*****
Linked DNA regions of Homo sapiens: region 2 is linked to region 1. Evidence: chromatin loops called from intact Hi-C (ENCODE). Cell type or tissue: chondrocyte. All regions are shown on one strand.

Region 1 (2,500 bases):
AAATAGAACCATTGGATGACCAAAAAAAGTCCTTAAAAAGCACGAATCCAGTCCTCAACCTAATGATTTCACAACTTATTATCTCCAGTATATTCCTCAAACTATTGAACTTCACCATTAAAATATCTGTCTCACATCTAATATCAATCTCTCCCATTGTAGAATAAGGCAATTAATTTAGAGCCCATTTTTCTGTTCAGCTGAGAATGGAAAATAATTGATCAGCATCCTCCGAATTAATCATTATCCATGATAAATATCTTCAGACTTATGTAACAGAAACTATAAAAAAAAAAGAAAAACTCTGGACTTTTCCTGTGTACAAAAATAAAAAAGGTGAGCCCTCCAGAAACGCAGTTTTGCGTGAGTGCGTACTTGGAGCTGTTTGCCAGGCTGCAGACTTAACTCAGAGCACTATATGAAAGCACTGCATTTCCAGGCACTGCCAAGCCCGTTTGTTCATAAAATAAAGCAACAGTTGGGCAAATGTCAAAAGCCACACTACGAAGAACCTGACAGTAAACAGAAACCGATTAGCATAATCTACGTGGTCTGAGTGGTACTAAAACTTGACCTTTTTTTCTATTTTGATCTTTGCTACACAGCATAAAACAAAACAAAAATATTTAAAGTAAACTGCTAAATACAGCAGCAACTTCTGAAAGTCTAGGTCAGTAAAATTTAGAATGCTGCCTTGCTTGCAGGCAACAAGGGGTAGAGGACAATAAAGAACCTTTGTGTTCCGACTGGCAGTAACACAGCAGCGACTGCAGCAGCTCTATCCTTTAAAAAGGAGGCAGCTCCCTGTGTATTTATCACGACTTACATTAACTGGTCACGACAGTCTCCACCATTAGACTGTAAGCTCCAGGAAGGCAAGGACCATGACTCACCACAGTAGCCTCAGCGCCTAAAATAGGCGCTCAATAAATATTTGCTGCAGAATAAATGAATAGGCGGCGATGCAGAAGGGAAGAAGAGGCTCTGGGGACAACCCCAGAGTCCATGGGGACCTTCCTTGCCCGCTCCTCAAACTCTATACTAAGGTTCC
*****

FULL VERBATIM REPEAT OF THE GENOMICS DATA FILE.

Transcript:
Linked DNA regions of Homo sapiens: region 2 is linked to region 1. Evidence: chromatin loops called from intact Hi-C (ENCODE). Cell type or tissue: chondrocyte. All regions are shown on one strand.

Region 1 (2,500 bases):
AAATAGAACCATTGGATGACCAAAAAAAGTCCTTAAAAAGCACGAATCCAGTCCTCAACCTAATGATTTCACAACTTATTATCTCCAGTATATTCCTCAAACTATTGAACTTCACCATTAAAATATCTGTCTCACATCTAATATCAATCTCTCCCATTGTAGAATAAGGCAATTAATTTAGAGCCCATTTTTCTGTTCAGCTGAGAATGGAAAATAATTGATCAGCATCCTCCGAATTAATCATTATCCATGATAAATATCTTCAGACTTATGTAACAGAAACTATAAAAAAAAAAGAAAAACTCTGGACTTTTCCTGTGTACAAAAATAAAAAAGGTGAGCCCTCCAGAAACGCAGTTTTGCGTGAGTGCGTACTTGGAGCTGTTTGCCAGGCTGCAGACTTAACTCAGAGCACTATATGAAAGCACTGCATTTCCAGGCACTGCCAAGCCCGTTTGTTCATAAAATAAAGCAACAGTTGGGCAAATGTCAAAAGCCACACTACGAAGAACCTGACAGTAAACAGAAACCGATTAGCATAATCTACGTGGTCTGAGTGGTACTAAAACTTGACCTTTTTTTCTATTTTGATCTTTGCTACACAGCATAAAACAAAACAAAAATATTTAAAGTAAACTGCTAAATACAGCAGCAACTTCTGAAAGTCTAGGTCAGTAAAATTTAGAATGCTGCCTTGCTTGCAGGCAACAAGGGGTAGAGGACAATAAAGAACCTTTGTGTTCCGACTGGCAGTAACACAGCAGCGACTGCAGCAGCTCTATCCTTTAAAAAGGAGGCAGCTCCCTGTGTATTTATCACGACTTACATTAACTGGTCACGACAGTCTCCACCATTAGACTGTAAGCTCCAGGAAGGCAAGGACCATGACTCACCACAGTAGCCTCAGCGCCTAAAATAGGCGCTCAATAAATATTTGCTGCAGAATAAATGAATAGGCGGCGATGCAGAAGGGAAGAAGAGGCTCTGGGGACAACCCCAGAGTCCATGGGGACCTTCCTTGCCCGCTCCTCAAACTCTATACTAAGGTTCC